Fri, Jun 25, 2004 - Page 10 News List

Cathay United launches new `budget' card

SPENDING PLAN The bank says the Aura card is ideal for people buying big-ticket items who want to set their own payment plans, but others question if it will have much appeal

By Jessie Ho  /  STAFF REPORTER

Cathay United Bank (國泰世華銀行), the commercial banking unit of Cathay Financial Holding Co (國泰金控), yesterday introduced its "budget" card -- a credit/cash-advance card that allows users to determine their own monthly payments.

Holders of the new card -- also called "Aura card" because it is supported by France's Cetelem Bank's Aura Network -- decide how much they want to pay per month when they apply for the card, Joseph Jao (饒世湛), chief senior executive vice president of Cathay United, said at a press conference.

The installment payments can range from from NT$1,000 to NT$10,000.

The interest is calculated by the monthly installment and the annual percentage rate is 19.98 percent.

Aura cards are currently used by 15 million people in 17 countries worldwide, said Olivier Gonzalez, general manager of Cetelem Bank in Taiwan, who also attended yesterday's event.

Like a Visa or Mastercard credit card, an Aura cardholder can make purchases or withdraw cash from ATMs.

The difference is that an Aura cardholder only pays the fixed monthly installment set at application time, Jao said.

"This card is designed for customers who want to buy big-ticket items and pay according to their own budgets, which is a brand new concept for local consumers," Jao said.

The market for buying pricey products, such as electronics, furniture and automobiles, is about NT$300 billion to NT$350 billion annually, and this is also a main sector for consumers to pay by installments, he said.

However, most installment plans are set by the credit card issuers or stores, and not based on the buyers' own budgets, he said.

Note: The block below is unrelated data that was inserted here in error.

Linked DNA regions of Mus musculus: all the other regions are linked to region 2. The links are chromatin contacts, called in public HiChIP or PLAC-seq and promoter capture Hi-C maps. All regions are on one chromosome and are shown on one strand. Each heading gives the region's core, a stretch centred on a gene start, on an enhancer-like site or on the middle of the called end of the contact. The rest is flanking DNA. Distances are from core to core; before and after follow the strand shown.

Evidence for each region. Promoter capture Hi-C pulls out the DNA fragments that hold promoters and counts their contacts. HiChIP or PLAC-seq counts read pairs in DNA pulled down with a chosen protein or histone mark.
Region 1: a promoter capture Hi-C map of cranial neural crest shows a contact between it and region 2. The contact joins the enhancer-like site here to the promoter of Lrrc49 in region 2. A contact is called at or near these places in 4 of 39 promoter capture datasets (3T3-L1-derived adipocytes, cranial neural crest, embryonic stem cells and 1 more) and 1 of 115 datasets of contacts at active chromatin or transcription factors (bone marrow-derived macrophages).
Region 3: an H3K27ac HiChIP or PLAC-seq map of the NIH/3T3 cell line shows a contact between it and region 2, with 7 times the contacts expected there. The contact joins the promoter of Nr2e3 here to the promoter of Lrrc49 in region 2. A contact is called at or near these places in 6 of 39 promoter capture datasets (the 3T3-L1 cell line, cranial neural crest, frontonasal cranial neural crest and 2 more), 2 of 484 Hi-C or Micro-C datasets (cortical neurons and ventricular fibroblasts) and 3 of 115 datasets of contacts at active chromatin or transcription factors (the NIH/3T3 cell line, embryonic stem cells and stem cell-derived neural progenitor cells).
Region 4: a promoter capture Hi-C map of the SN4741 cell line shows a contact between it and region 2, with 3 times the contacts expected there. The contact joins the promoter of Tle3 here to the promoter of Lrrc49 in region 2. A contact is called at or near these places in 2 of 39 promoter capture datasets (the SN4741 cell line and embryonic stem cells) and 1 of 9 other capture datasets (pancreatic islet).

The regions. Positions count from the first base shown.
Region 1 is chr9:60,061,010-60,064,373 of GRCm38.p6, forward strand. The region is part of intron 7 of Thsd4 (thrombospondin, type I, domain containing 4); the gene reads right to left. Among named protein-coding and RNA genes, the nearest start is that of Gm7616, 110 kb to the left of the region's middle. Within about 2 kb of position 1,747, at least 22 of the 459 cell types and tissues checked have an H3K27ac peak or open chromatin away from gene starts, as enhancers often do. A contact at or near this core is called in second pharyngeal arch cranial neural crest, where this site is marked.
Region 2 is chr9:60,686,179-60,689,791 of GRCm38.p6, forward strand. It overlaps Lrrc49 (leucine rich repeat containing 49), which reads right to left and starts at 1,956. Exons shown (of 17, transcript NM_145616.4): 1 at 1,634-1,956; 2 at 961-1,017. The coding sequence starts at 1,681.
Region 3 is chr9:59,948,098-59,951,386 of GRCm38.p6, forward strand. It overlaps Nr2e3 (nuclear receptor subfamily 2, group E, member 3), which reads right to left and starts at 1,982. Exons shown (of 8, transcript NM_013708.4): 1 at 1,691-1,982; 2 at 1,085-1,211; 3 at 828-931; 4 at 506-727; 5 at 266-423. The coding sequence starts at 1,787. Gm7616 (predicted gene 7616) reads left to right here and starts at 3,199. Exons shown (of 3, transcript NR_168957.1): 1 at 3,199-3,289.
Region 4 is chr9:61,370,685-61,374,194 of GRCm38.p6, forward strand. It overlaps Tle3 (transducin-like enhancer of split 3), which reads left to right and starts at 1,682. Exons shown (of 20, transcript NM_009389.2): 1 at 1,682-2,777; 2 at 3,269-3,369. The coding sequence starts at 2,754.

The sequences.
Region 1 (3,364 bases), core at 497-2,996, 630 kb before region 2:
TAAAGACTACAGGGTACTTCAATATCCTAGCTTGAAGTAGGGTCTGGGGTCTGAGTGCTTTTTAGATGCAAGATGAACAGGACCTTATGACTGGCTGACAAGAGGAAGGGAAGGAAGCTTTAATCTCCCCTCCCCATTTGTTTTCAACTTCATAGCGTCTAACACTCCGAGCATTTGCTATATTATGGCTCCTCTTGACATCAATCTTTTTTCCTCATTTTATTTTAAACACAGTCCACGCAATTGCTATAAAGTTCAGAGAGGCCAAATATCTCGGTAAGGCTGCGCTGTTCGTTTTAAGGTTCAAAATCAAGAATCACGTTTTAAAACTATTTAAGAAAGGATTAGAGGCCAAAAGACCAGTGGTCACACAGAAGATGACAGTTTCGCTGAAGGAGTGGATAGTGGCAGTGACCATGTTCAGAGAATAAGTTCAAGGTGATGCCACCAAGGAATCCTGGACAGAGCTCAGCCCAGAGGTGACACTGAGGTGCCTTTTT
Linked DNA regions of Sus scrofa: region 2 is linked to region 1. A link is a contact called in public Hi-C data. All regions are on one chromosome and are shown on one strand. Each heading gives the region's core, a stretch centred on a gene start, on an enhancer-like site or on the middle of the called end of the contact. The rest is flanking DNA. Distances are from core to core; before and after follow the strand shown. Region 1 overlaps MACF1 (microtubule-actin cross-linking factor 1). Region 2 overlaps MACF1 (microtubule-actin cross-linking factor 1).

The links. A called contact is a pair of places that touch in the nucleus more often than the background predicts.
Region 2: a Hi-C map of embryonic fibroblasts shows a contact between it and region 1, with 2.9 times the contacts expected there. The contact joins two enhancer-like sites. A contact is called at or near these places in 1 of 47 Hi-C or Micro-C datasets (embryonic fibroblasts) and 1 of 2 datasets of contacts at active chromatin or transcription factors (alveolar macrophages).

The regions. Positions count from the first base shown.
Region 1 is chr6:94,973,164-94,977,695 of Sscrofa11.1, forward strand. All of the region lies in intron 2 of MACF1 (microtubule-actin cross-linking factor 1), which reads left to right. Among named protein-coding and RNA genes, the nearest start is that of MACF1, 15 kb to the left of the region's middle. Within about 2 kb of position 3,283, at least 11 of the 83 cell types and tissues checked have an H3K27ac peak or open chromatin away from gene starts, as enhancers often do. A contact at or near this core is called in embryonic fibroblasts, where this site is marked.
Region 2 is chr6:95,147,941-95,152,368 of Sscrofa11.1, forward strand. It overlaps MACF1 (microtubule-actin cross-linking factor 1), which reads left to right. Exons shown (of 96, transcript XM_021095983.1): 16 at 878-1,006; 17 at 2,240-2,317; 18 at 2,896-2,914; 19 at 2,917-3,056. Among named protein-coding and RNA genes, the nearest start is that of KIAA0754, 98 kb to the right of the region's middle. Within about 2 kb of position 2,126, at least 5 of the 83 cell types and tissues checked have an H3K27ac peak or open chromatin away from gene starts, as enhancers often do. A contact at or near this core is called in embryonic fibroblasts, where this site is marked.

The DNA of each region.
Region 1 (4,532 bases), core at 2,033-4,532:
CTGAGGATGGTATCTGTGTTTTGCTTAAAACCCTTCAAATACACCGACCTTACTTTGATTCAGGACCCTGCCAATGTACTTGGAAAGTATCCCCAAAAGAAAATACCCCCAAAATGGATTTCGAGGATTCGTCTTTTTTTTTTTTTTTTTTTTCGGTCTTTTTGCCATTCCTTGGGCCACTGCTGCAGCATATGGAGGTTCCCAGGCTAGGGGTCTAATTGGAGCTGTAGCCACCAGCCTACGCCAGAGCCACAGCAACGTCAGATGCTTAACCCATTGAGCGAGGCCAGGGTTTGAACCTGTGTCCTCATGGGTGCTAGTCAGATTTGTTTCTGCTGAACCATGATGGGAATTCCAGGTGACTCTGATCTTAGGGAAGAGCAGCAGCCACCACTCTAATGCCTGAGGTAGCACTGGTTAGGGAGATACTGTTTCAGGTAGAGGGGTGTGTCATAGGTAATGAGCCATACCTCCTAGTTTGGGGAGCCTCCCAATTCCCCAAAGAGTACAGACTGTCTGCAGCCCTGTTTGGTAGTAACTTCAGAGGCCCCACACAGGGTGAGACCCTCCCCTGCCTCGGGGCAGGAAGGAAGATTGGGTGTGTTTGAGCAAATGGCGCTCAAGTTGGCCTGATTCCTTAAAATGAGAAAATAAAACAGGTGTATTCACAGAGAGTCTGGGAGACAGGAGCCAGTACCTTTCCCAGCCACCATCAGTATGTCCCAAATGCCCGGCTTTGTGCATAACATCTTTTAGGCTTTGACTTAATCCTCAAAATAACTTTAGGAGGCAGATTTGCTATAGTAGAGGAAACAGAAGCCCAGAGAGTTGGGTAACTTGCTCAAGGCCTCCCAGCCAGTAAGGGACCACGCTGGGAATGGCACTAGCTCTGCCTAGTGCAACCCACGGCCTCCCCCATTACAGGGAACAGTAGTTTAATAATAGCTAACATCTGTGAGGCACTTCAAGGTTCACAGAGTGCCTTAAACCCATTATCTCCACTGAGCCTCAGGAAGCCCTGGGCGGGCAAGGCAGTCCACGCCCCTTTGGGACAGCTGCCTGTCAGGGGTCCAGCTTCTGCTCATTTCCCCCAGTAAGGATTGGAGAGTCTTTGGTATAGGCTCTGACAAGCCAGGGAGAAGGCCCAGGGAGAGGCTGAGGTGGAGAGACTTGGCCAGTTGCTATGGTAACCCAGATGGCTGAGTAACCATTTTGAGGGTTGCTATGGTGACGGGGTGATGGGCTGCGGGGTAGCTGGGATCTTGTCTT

At present, consumers can use the Aura card at 875 shops, including the UK-based hypermarket Tesco Stores Co Taiwan, MFI International Taiwan Co (三商美福傢俱), and 3Cnet Informatics Inc (旭曜電通), a computer and peripherals chain store.

Citibank Taiwan vice president Cheng Cheng-mount (鄭貞茂) -- who is also an associate economics researcher with the Taiwan Institute of Economic Research (台經院) -- noted that local consumers are generally receptive to new financial products.

However, he cautioned that Cathay United needs to ensure its target customers clearly check to see if the card fits their spending habits.

Cash-advance cards, for example, are ideal for providing small loans for students or younger consumers with lower purchasing power who run short of cash every once in a while, Cheng said, adding that this strategy works very well.

Initial interest in the budget card among consumers appears to be mixed.

"The card will only facilitate impulse buying. The fact is, the lower installment payment I choose, the more interest I would have to pay," said Albert Kao (高明偉), a college graduate.

Wang Mei-yueh (王美月), a Taipei housewife, said she likes to buy on the installment plan, but only when the interest rate is zero.

"Since many stores such as Eastern Home Shopping Network (東森購物) provide interest-free installment plans that are 24-months long at most, why bother to pay interest [on a budget-card plan]?" Wang said.

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